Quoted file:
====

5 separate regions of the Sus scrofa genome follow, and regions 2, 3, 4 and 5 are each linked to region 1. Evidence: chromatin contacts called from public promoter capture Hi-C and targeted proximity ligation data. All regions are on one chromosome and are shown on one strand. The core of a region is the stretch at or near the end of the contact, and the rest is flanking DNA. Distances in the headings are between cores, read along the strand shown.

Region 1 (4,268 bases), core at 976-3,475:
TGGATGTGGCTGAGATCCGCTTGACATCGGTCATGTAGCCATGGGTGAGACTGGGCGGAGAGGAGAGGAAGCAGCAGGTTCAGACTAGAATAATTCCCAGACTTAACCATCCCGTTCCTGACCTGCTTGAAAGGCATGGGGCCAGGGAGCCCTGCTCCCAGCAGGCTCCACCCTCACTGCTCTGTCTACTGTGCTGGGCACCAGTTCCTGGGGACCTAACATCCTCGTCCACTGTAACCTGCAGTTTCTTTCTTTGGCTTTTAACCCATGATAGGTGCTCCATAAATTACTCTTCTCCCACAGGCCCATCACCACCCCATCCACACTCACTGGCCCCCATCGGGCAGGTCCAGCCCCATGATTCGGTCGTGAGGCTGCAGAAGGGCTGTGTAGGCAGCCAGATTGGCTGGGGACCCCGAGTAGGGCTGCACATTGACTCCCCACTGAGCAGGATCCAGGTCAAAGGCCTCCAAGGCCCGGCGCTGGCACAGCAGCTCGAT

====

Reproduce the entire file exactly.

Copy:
5 separate regions of the Sus scrofa genome follow, and regions 2, 3, 4 and 5 are each linked to region 1. Evidence: chromatin contacts called from public promoter capture Hi-C and targeted proximity ligation data. All regions are on one chromosome and are shown on one strand. The core of a region is the stretch at or near the end of the contact, and the rest is flanking DNA. Distances in the headings are between cores, read along the strand shown.

Region 1 (4,268 bases), core at 976-3,475:
TGGATGTGGCTGAGATCCGCTTGACATCGGTCATGTAGCCATGGGTGAGACTGGGCGGAGAGGAGAGGAAGCAGCAGGTTCAGACTAGAATAATTCCCAGACTTAACCATCCCGTTCCTGACCTGCTTGAAAGGCATGGGGCCAGGGAGCCCTGCTCCCAGCAGGCTCCACCCTCACTGCTCTGTCTACTGTGCTGGGCACCAGTTCCTGGGGACCTAACATCCTCGTCCACTGTAACCTGCAGTTTCTTTCTTTGGCTTTTAACCCATGATAGGTGCTCCATAAATTACTCTTCTCCCACAGGCCCATCACCACCCCATCCACACTCACTGGCCCCCATCGGGCAGGTCCAGCCCCATGATTCGGTCGTGAGGCTGCAGAAGGGCTGTGTAGGCAGCCAGATTGGCTGGGGACCCCGAGTAGGGCTGCACATTGACTCCCCACTGAGCAGGATCCAGGTCAAAGGCCTCCAAGGCCCGGCGCTGGCACAGCAGCTCGAT